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In the Studio with Andrew Peterson

As tourists pause to take pictures on the stairs of the Lincoln Memorial, very few notice that the careful spacing of the stairs symbolizes the years of the Civil War. Some steps represent seasons of particular intensity, so they are steep and arduous. Other steps are spaced far apart, signifying seasons when “up” seemed distant and unapproachable. These details that so often go unnoticed are a part of what makes the destination at the top of the stairs, the monument, so memorable.

Matt Conner has a theory that goes like this: An artist is never more interesting to his audience, than when he is in the midst of the creative act. We thought it would be fun to provide an inside look at the process of creating Andrew Peterson’s new album, and as I watched Andrew at work in the recording studio recently, I had the privilege of observing some oft-unnoticed details.

I parked behind the purple building on Nashville’s storied Music Row, and Andrew’s producer and friend, Gabe Scott, opened the door. Gabe led me through a narrow hallway to a small room attached to an even smaller room. The smaller room was dark, but there stood Andrew with headphones and a microphone. Gabe sat at a desk facing not the window looking into Andrew’s dark cove, but a giant computer screen. He clicked something, pushed a button, and said, “I’ll punch you in.” The room filled with sound, and Andrew sang, “I had a dream that I was waking . . .”

The most prominent initial detail was not the darkness of the recording booth, but the tone of encouragement permeating the room. It’s a grueling process, singing the same thing over and over, listening to yourself and your words, and Gabe supplied just the right amount of encouragement. Where Gabe offered praise, Andrew responded with trust. When Gabe said, “That’s the one for me, unless…” it was natural for Andrew to say, “No, I trust you, man” and really mean it.

This partnership of trust and encouragement has been built over years of friendship, and the friendship was evident as they worked through the details together. At one moment, they reminisced about the time they visited Gabe’s home and watched a deer-skinning. The conversation flowed from funny anecdotes to pointed questions as Gabe asked, “Do you experience a sense of loss and victory as we comp?”

“Comping” is a study in details. Artist and producer listen to every few seconds of vocals, and then string the best takes together into one seamless tapestry. It is repetitive and it takes time. It is a series of difficult decisions about almost imperceptible differences. Each vocal take has a personality. They are characters in a story, each telling the same story in a different way. Some takes are emotional, and others sound more vocally pure.

Andrew answered Gabe’s question about loss and victory confidently, “No. I used to. But not anymore.” His answer captured a detail that makes this album different than his others. Besides the different players, different producer, and different feel, Andrew is different. He says that once, he wanted control over every little detail. And while he acknowledges that there is nothing wrong with having an opinion on each piece of the creation, he also wisely points out that when control is surrendered, the finished product is often better.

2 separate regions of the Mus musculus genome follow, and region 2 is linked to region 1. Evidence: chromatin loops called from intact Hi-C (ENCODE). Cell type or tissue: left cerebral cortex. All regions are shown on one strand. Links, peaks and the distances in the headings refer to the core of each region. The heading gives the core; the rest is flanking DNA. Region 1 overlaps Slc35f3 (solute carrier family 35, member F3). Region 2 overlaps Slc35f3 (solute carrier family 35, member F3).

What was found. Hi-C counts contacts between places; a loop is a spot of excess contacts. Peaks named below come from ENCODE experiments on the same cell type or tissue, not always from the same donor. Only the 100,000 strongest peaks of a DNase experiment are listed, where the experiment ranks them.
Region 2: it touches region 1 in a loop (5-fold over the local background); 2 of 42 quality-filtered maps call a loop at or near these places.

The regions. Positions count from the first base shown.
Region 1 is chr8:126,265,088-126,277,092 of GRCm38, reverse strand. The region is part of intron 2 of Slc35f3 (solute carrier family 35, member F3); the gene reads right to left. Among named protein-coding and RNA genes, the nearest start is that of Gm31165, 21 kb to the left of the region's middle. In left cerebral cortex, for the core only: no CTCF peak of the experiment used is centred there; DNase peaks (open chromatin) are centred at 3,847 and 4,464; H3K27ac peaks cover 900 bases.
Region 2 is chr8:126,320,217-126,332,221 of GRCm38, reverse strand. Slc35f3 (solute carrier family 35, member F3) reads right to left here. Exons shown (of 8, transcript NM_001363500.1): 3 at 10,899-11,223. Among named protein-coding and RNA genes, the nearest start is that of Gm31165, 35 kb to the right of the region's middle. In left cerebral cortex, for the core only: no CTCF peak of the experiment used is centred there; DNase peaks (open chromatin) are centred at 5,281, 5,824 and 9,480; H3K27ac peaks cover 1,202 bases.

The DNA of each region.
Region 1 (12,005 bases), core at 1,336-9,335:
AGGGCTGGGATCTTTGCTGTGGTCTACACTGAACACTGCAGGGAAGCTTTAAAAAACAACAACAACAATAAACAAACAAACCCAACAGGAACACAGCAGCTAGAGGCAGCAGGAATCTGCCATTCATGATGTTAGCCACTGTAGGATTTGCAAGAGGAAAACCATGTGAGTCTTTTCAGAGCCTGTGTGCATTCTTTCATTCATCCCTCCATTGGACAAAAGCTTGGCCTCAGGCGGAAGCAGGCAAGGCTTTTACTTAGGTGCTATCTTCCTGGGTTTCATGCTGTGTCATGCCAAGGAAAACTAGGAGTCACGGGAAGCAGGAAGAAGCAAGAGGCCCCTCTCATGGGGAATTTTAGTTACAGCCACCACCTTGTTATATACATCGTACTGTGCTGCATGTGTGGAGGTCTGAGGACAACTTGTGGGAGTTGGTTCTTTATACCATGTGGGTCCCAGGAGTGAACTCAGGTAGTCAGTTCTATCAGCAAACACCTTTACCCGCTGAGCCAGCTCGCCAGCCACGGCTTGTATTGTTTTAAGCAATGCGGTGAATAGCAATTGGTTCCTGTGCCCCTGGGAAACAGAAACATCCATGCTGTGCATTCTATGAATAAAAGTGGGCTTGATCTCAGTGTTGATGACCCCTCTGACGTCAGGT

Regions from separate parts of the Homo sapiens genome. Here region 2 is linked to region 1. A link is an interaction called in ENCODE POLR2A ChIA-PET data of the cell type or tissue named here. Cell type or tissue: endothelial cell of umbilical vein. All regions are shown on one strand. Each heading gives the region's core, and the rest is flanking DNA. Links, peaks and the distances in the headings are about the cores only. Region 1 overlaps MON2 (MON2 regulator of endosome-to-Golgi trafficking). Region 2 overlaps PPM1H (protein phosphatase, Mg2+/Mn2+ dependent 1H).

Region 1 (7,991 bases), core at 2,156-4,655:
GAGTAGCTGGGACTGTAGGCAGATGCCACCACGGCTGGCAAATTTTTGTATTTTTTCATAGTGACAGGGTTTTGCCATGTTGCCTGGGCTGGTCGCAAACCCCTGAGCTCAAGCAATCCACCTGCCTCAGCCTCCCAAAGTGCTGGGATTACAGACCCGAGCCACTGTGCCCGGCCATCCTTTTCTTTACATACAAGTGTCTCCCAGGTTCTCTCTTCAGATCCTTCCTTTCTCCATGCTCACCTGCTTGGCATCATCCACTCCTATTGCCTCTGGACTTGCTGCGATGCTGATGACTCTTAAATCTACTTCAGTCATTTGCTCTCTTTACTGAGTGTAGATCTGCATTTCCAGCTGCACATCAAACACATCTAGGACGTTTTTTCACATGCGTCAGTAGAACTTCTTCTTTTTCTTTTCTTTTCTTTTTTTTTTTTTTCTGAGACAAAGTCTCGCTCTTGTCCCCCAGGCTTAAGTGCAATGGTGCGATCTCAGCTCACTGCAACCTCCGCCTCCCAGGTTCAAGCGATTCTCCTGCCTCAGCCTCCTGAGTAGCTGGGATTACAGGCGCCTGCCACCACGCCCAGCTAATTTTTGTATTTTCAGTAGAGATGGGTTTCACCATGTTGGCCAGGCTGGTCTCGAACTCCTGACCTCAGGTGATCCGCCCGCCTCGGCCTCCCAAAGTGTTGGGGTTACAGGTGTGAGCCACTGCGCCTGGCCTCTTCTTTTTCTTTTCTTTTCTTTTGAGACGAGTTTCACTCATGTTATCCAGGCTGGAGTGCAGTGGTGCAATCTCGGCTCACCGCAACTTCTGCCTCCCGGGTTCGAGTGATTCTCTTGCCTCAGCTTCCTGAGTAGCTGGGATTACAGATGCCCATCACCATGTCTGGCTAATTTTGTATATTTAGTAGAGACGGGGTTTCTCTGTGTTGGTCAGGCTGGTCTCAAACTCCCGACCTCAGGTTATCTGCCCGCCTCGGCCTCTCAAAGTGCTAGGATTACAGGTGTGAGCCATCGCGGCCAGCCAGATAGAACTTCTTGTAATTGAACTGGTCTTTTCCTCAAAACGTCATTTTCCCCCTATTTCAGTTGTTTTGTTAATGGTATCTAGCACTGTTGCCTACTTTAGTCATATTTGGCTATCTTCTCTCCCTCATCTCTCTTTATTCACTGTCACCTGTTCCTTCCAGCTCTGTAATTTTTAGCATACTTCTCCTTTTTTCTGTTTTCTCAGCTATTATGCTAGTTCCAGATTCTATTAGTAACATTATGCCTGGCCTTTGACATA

Andrew had not yet surrendered the title of the album when I observed these details. From the hours I spent in the studio, though, I knew what the album was not called. It wasn’t titled, “Conscious of the Nasal I,” or “When the Shimmering Went Away,” or “Mesmerizing Loopiness,” although as each of these phrases came up in conversation, Andrew nearly had me convinced that one of them was indeed the title. Now that the title is revealed, I realize I heard it the first minute I was in the studio and then a hundred times more throughout the afternoon.

Two months ago, only one song of the album had been written. The rest was unknown, but Andrew says that watching the mystery unfold is like approaching a mountain and realizing it is far grander than the imagination could have conjured. In comparison to Light for the Lost Boy, Andrew says of this album, “It’s more hopeful. No, not more hopeful, necessarily, more joyful.”

After listening to the first complete version of the song they’d spent the day on, Andrew sighed, a good sigh, and said, “There are a lot of words in that song”—a lot of words, a lot of choices, and an abundance of details. During my day in the studio I witnessed just a few small steps that, like the monument in D.C., are part of an ascendance toward a far greater finished product. Some of those vocal takes will probably never be heard again, but they were nonetheless essential elements in the long process of making the album.

At one point, after an hour of comping vocals, Gabe zoomed out on the monitor. One detail met the others: bass, drums, guitar, keys. Pastel blues, greens, purples, and pinks decorated the screen like a scattering of Easter eggs. The waveforms looked like heartbeats. Gabe pressed play, and all the heartbeats formed a harmony. The details formed a song, the song was alive, and the songmakers were satisfied—one step nearer the summit.

When Gabe punched Andrew in, the room filled with more than simple sound. It filled with details, memories, friendship, and even a title. Andrew sang: “I had a dream that I was waking on the burning edge of dawn . . .”

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